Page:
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Monday, September 7, 2009

Not a Baby!

This is a new one to me. My first two children, born three years apart, always relished being "the baby," and languished in the care and devotion we gave them. I realize now that instead of loving them in a way that was best for them, I was actually smothering them, inhibiting their independence. I know I did this for two reasons: one, it's just plain easier to put a child's shoes on, rather than wait forty-five minutes for them to do it themselves; and two, I couldn't possibly imagine my sweet little baby being anything but a baby. I couldn't make myself see them as independent, growing children.

I'm doing a heck of a lot better now. My kids have probably more independence than is good for them. I know a lot of people disagree with my parenting practices, and that's okay. I know my kids are safe and loved and, most of all, developing into amazing, interesting people.

But this new Beastie-ism is just too much. I've never heard it, because I was such an overprotective mom in the past, and it makes me a little sad and reminiscent to hear her say it. And say it she does, a hundred times a day - "I not a baby! I a big girl."

I call her my baby - "Come here, sweet baby girl"; I dote on her like a baby - "Did that mean Daddy say no? It's okay, baby doll"; I even dress her like a baby. But she's not a baby. She's a big girl. She's two, which is a tenth of the way to twenty, which means the next time I blink, she'll be in college, calling home and asking for money.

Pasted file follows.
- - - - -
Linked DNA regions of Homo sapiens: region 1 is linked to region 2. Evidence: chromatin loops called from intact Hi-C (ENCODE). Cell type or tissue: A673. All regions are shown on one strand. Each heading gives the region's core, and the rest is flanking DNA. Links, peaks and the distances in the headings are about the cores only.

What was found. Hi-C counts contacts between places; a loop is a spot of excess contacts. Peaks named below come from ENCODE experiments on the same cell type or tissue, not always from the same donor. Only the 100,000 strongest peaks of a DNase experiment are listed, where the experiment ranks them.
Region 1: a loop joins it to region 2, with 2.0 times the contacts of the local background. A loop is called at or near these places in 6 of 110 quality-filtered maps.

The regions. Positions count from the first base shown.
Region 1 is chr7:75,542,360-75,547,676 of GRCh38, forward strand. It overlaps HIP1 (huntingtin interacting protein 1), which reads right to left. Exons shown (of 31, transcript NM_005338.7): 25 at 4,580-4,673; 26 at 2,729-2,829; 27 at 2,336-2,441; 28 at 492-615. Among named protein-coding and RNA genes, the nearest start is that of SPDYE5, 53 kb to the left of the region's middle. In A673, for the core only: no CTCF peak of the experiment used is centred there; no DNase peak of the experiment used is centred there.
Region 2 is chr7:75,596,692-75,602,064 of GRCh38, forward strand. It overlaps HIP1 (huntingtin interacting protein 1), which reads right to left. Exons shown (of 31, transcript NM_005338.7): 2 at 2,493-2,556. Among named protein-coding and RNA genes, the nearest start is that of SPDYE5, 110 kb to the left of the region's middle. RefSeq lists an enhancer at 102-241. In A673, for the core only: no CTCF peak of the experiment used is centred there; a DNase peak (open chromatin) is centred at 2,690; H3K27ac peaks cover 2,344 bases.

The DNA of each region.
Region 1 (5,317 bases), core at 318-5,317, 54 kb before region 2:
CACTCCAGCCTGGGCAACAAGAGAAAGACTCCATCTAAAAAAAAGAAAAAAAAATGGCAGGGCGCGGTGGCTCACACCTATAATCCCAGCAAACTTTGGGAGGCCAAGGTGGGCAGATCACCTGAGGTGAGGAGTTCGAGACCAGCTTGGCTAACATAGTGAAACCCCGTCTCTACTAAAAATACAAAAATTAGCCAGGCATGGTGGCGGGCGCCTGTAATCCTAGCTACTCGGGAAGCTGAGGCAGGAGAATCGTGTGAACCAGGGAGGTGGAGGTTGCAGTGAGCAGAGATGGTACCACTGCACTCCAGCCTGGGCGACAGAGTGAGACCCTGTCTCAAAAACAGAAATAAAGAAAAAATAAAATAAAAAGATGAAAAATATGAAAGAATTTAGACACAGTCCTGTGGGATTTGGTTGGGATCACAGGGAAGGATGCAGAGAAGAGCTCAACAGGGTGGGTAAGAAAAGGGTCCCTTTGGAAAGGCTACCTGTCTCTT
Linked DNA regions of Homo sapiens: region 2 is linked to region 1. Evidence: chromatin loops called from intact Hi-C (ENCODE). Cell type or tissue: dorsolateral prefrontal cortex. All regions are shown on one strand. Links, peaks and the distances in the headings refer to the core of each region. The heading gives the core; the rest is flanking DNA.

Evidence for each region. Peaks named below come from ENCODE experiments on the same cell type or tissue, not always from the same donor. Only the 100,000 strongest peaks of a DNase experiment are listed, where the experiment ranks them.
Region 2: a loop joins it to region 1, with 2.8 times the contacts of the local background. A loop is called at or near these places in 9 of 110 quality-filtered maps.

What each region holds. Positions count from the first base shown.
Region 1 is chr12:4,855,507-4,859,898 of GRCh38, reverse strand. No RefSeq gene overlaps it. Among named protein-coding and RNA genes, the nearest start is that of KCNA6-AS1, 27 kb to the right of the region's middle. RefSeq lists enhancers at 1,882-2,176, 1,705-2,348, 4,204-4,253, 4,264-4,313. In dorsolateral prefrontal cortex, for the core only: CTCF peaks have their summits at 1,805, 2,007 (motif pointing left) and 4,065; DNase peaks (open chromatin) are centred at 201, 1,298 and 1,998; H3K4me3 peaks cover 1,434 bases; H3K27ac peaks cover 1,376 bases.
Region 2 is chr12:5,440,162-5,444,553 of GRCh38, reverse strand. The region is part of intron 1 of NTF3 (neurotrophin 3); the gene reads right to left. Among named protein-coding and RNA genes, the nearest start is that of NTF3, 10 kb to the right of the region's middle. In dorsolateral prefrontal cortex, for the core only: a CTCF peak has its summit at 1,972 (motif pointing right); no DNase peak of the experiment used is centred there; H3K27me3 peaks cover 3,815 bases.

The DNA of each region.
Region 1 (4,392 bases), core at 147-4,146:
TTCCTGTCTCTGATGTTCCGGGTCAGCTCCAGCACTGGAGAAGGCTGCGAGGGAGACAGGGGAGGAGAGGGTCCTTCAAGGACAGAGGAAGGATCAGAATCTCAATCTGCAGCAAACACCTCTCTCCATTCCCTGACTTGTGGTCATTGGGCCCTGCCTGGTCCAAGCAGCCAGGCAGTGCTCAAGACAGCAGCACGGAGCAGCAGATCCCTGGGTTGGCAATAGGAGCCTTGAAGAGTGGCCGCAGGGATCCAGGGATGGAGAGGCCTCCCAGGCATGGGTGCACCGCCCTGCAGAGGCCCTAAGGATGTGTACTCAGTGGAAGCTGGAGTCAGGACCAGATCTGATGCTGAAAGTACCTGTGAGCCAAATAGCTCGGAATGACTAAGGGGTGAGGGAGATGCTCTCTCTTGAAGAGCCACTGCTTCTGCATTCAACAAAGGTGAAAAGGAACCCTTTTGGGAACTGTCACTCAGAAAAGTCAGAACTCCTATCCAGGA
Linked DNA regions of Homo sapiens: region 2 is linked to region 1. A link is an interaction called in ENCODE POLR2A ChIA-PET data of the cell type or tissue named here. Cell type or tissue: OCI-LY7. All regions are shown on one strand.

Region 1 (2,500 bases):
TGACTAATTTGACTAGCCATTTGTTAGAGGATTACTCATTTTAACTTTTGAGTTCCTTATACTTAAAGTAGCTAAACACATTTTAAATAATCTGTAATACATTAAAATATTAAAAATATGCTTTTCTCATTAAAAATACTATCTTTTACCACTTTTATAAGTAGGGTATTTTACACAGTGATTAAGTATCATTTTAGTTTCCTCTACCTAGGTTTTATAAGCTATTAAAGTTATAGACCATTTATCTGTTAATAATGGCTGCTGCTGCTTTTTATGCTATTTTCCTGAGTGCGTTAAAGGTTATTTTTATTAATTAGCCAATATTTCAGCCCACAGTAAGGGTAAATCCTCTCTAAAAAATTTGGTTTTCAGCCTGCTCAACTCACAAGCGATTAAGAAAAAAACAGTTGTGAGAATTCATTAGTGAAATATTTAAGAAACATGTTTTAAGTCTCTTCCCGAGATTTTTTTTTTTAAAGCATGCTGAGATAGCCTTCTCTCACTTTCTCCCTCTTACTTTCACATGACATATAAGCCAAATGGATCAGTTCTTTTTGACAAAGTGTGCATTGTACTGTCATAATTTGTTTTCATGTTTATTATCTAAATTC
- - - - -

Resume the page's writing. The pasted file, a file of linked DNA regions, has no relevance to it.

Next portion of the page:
Beastie and I always cuddle together at night, and talk about our day. I hold her in my arms in the recliner or on the bed, and I rub her beautiful wispy strawberry blonde hair, and she tells me what we did. "We went to Gwamma's," she says. "We saw Gwamma's doggie. I saw a mouse... he so cuuuute!"

"He was cute," I agree. "And it was so funny when Grandma's dog ran around outside."

And then it slips out. "Remember, baby girl?"

The moment is ruined. "I NOT A BABY!" she informs me, sternly. "I a BIG GIRL." She shows me with her arms just how big she is.

"Yes," I tell her. "You are my big girl." And then, inside, I whisper, But you'll always be my baby.

2 comments:

Witchy Mom's Homeschool said...

I feel the same way! My 12 year old always rolls her eyes when I tell her she'll always be my baby, but I also think she secretly loves it :) The other 2 are too little to protest the title just yet ;)

breedermama said...

Somehow I had missed this post. It made me well up with tears. My big boy truly is big at seven. But my little guy isn't too far behind your Beastie at 15 months. Soon he'll be telling me how big he is. :(